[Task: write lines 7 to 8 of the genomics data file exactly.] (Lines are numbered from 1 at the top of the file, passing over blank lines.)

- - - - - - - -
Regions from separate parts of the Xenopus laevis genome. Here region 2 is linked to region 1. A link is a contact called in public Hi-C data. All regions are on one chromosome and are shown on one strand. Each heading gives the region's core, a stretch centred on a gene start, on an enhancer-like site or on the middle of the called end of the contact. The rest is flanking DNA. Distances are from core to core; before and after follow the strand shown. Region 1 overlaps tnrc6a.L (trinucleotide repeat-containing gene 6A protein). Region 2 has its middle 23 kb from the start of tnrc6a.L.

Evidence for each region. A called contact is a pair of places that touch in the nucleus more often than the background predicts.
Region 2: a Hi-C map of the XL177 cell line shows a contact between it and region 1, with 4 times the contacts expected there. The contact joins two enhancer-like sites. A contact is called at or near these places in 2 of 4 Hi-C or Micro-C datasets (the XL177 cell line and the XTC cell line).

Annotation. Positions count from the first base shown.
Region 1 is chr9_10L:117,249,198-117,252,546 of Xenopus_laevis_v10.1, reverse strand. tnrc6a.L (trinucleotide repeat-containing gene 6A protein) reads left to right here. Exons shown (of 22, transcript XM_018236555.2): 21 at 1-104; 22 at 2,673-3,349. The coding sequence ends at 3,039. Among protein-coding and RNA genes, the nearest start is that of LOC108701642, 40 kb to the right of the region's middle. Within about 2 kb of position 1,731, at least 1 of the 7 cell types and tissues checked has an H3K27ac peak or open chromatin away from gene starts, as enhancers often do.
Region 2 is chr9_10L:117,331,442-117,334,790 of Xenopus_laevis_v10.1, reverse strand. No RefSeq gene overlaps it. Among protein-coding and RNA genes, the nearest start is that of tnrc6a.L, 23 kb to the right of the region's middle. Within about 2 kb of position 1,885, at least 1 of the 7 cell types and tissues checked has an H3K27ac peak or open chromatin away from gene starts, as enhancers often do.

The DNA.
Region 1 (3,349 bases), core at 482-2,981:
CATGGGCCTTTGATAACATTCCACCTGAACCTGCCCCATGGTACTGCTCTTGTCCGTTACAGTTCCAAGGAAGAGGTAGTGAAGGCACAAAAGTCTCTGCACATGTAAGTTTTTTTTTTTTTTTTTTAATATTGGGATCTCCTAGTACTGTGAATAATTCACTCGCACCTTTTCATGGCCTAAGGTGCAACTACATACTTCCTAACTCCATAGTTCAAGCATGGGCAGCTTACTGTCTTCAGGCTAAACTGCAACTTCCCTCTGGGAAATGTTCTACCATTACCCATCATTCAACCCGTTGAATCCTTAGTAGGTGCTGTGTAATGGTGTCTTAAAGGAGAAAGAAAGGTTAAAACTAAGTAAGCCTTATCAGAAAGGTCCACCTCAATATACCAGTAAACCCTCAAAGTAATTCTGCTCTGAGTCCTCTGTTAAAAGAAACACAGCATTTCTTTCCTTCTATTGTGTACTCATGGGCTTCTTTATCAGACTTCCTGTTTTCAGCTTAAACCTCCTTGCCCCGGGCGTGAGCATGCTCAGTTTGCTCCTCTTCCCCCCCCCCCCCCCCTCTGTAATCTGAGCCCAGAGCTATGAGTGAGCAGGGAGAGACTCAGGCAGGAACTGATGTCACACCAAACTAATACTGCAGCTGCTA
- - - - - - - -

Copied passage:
The DNA.
Region 1 (3,349 bases), core at 482-2,981: